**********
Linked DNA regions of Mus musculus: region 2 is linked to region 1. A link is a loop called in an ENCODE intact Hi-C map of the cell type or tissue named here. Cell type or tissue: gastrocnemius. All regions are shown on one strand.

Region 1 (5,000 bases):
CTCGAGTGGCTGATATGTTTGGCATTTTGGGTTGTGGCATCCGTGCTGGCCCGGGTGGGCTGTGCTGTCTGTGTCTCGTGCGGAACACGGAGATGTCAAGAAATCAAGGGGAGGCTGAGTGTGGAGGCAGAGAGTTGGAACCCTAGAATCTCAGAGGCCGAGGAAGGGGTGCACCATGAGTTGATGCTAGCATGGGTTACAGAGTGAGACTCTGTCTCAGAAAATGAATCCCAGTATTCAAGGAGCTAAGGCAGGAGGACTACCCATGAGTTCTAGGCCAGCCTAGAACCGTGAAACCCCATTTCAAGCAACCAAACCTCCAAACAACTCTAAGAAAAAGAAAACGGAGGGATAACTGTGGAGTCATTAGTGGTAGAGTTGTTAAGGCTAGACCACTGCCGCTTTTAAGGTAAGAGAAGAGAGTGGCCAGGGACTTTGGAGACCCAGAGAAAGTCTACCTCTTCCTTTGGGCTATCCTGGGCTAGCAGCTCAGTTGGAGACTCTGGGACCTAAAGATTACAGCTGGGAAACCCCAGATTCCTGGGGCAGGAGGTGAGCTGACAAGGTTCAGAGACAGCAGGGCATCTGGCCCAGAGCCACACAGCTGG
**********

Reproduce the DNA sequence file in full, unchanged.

Linked DNA regions of Mus musculus: region 2 is linked to region 1. A link is a loop called in an ENCODE intact Hi-C map of the cell type or tissue named here. Cell type or tissue: gastrocnemius. All regions are shown on one strand.

Region 1 (5,000 bases):
CTCGAGTGGCTGATATGTTTGGCATTTTGGGTTGTGGCATCCGTGCTGGCCCGGGTGGGCTGTGCTGTCTGTGTCTCGTGCGGAACACGGAGATGTCAAGAAATCAAGGGGAGGCTGAGTGTGGAGGCAGAGAGTTGGAACCCTAGAATCTCAGAGGCCGAGGAAGGGGTGCACCATGAGTTGATGCTAGCATGGGTTACAGAGTGAGACTCTGTCTCAGAAAATGAATCCCAGTATTCAAGGAGCTAAGGCAGGAGGACTACCCATGAGTTCTAGGCCAGCCTAGAACCGTGAAACCCCATTTCAAGCAACCAAACCTCCAAACAACTCTAAGAAAAAGAAAACGGAGGGATAACTGTGGAGTCATTAGTGGTAGAGTTGTTAAGGCTAGACCACTGCCGCTTTTAAGGTAAGAGAAGAGAGTGGCCAGGGACTTTGGAGACCCAGAGAAAGTCTACCTCTTCCTTTGGGCTATCCTGGGCTAGCAGCTCAGTTGGAGACTCTGGGACCTAAAGATTACAGCTGGGAAACCCCAGATTCCTGGGGCAGGAGGTGAGCTGACAAGGTTCAGAGACAGCAGGGCATCTGGCCCAGAGCCACACAGCTGG